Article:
FERMENTED VEGETABLES

 by Phillip Day

A cheap and highly effective way to boost your bowel flora and hence immune system is to prepare a ready supply of home-prepared, fermented vegetables, such as sauerkraut. Any vegetables may be fermented, and this was the standard method your forebears used in centuries past to preserve vegetables as winter closed in. A cupful or two per day added to the diet will provide the body with billions and sometimes trillions of colony-forming bacteria, which help regain a healthy balance over harmful pathogens such as Candida, staphs and others.

Here’s how to run up your first batch of home-prepared sauerkraut: Take one white cabbage and three carrots. Ensure they are organic and have not been irradiated by food suppliers to the supermarkets. Chop up the cabbage to sauerkraut consistency (thin short ribbons) and do the same with the carrots (I usually coarse-grate them). Put the mix into an open kitchen basin and add 1.5 tablespoons of Himalayan salt. Mix in then leave the lot for 45 minutes to wilt.

Return, roll up your sleeves and get the fingers into the mix and squeeze and scrunch the sauerkraut to break down the cell walls and release the liquid into the basin to mix with the salt to create brine. Do that for 10 minutes until the mixture is thoroughly wet and squishy.

Next, take a medium sized kinder jar (those air-tight, lock-down sealable jars) and pack with the sauerkraut. As you push down tight, you’ll notice the brine level will rise. When you’ve packed to the top, take a couple of uncut cabbage leaves, which are springy, and place on top of the mix as an arch so that when you close the lid, the springy leaves push the sauerkraut pulp under the brine. Lock the kinder jar and put away.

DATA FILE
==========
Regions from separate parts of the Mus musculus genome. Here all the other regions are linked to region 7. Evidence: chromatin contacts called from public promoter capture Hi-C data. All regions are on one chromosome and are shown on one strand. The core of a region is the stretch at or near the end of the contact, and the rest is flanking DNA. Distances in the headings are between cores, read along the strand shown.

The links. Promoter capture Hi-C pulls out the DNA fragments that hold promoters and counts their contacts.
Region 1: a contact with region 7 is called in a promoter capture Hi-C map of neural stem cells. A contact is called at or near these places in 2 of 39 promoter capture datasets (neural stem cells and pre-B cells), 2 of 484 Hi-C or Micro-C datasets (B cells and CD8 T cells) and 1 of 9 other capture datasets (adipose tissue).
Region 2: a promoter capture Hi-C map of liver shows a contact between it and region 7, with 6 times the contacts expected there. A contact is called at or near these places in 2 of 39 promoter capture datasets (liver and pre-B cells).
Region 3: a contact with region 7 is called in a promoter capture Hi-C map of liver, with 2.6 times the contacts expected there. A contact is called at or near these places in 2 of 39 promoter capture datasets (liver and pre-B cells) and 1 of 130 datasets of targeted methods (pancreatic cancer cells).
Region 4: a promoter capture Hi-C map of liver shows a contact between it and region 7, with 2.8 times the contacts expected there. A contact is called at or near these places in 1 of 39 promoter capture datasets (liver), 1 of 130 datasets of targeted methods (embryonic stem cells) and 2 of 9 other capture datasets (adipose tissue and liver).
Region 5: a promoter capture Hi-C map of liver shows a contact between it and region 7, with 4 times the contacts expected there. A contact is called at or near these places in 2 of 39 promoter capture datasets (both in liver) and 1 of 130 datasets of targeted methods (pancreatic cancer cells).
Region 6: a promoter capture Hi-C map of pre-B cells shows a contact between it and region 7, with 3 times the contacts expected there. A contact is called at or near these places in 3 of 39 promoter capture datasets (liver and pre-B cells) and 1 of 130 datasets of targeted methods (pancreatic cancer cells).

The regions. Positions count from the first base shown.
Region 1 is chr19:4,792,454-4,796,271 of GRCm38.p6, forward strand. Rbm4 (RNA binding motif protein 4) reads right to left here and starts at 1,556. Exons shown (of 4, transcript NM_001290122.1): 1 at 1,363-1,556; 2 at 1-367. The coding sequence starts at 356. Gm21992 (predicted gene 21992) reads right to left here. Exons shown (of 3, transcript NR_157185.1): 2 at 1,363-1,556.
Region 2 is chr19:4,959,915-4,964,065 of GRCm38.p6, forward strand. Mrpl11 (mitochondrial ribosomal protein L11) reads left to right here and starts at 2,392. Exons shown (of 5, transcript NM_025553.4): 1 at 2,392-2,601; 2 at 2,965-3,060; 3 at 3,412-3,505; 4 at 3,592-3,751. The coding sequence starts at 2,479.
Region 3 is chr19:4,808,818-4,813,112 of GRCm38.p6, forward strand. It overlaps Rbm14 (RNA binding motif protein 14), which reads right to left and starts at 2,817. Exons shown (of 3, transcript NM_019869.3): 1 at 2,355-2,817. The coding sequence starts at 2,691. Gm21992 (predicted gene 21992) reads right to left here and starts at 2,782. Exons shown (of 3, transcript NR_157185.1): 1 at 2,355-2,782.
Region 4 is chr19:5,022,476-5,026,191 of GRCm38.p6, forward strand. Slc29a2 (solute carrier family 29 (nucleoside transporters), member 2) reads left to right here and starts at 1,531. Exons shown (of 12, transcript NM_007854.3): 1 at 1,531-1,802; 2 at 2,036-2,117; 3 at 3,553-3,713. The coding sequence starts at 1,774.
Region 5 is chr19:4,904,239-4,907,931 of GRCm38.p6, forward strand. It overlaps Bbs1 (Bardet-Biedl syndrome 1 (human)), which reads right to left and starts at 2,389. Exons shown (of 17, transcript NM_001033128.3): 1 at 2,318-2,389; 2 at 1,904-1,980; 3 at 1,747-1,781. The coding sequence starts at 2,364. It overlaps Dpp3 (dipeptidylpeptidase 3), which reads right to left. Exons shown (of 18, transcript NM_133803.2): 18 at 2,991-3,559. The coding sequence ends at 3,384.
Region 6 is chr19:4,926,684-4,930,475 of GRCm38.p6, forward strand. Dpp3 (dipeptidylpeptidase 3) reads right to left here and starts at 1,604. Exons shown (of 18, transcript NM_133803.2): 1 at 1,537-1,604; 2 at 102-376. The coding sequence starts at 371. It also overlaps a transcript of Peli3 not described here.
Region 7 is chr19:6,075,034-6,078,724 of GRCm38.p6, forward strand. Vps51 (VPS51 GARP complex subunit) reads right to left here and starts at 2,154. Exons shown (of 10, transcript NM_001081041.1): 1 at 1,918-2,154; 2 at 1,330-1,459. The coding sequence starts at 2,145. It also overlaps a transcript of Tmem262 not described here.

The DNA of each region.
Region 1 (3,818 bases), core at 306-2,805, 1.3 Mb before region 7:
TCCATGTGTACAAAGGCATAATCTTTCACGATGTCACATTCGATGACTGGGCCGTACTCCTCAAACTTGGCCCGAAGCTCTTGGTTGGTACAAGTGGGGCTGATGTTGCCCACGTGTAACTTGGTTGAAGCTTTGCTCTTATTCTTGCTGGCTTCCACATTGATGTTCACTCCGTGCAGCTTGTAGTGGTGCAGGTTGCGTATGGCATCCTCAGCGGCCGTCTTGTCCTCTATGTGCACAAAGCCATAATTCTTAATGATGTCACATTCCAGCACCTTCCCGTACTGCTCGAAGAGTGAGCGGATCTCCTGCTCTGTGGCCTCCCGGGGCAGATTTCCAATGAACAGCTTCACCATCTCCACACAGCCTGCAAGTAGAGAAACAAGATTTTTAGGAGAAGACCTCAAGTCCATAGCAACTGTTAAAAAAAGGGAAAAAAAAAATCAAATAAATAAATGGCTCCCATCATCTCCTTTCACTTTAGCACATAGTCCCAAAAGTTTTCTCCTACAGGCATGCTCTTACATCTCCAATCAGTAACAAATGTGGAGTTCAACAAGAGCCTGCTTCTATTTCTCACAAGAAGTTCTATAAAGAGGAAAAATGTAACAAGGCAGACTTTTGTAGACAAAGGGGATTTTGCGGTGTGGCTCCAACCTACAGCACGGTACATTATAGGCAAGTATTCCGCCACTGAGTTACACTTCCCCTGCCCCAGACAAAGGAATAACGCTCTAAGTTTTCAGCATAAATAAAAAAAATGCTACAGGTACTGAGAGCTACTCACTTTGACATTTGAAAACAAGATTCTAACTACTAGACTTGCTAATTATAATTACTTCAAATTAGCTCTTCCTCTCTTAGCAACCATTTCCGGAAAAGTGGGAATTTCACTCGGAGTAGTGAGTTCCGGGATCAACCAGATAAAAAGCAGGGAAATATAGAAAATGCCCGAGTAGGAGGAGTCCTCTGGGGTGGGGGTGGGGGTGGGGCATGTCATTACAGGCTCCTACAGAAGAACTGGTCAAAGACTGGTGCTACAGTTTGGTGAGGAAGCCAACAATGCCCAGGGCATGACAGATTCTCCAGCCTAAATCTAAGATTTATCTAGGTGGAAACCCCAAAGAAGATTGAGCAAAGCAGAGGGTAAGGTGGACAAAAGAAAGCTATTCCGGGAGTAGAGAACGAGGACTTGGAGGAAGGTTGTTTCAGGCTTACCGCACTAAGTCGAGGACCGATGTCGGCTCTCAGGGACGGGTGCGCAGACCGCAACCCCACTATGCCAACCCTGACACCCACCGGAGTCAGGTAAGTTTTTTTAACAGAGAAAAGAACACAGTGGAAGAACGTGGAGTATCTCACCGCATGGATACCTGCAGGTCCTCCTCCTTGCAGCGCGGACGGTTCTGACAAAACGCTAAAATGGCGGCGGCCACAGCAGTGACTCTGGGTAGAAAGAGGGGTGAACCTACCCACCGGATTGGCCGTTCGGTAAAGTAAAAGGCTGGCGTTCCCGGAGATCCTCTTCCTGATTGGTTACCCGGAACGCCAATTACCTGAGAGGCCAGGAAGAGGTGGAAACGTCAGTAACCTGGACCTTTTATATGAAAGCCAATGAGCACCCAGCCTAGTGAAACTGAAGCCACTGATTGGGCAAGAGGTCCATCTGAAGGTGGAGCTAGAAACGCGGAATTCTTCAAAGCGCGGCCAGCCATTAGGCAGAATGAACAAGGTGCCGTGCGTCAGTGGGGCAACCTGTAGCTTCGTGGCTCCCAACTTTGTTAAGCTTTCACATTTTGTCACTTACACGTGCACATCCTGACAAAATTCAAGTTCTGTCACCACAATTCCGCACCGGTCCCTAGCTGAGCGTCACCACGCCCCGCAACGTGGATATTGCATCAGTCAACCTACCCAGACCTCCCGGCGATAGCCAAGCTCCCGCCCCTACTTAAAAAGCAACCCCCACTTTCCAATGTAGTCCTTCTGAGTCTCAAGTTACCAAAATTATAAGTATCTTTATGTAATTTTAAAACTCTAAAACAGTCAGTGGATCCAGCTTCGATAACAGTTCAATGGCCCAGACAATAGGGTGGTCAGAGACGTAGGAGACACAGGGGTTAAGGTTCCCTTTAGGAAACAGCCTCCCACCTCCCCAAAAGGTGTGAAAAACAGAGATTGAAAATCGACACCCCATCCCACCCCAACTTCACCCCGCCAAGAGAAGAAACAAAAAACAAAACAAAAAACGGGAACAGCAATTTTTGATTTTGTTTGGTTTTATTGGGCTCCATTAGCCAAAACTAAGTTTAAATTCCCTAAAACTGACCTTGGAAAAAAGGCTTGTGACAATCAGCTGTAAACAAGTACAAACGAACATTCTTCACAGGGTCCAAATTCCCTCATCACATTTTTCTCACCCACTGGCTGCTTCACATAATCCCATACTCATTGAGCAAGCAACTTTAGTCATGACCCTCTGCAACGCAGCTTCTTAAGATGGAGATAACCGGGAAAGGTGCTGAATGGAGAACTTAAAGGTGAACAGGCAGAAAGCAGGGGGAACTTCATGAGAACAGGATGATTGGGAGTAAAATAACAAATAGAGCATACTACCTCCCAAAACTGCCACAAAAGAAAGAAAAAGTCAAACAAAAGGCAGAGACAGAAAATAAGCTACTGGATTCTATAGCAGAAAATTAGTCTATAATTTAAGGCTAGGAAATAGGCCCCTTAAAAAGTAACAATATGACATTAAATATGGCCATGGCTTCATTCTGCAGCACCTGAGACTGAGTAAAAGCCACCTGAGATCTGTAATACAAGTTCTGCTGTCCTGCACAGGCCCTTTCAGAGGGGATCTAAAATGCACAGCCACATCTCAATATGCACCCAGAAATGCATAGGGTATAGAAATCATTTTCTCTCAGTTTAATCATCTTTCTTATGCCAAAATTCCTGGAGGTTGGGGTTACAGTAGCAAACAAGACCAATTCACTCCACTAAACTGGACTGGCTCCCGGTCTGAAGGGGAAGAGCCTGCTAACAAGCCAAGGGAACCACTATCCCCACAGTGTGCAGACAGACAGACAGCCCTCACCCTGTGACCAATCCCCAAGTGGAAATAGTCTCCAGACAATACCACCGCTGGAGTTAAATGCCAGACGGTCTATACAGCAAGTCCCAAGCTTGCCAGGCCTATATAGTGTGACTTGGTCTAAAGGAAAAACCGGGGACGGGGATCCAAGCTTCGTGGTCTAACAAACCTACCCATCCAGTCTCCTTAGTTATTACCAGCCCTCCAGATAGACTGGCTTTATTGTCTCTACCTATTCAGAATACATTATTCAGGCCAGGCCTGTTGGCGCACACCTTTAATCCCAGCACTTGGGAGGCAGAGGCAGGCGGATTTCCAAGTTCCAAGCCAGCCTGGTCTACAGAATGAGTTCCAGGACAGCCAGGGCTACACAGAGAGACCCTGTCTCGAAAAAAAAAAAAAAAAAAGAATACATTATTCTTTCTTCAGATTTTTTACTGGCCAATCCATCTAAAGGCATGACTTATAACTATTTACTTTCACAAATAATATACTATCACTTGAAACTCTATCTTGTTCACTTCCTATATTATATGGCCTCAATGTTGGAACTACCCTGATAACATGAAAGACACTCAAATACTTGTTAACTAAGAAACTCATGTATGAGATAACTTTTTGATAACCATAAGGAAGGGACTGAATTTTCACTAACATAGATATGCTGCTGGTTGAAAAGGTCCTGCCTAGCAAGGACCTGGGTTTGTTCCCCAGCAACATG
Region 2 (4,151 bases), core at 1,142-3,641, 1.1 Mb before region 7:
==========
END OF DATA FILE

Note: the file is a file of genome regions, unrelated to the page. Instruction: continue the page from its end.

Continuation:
Leave for 7-10 days to ferment. Make sure you keep as much air out of the jar as possible. After fermenting, remove the uncut cabbage leaves and the mixture is now ready for use. It will last almost indefinitely but best kept in a fridge and withdraw for use. You may vary the recipe according to taste. Sauerkraut goes with a surprisingly wide variety of dishes.

For more information, log on to YouTube and search on ‘How to prepare fermented vegetables’ for some quick tutorials.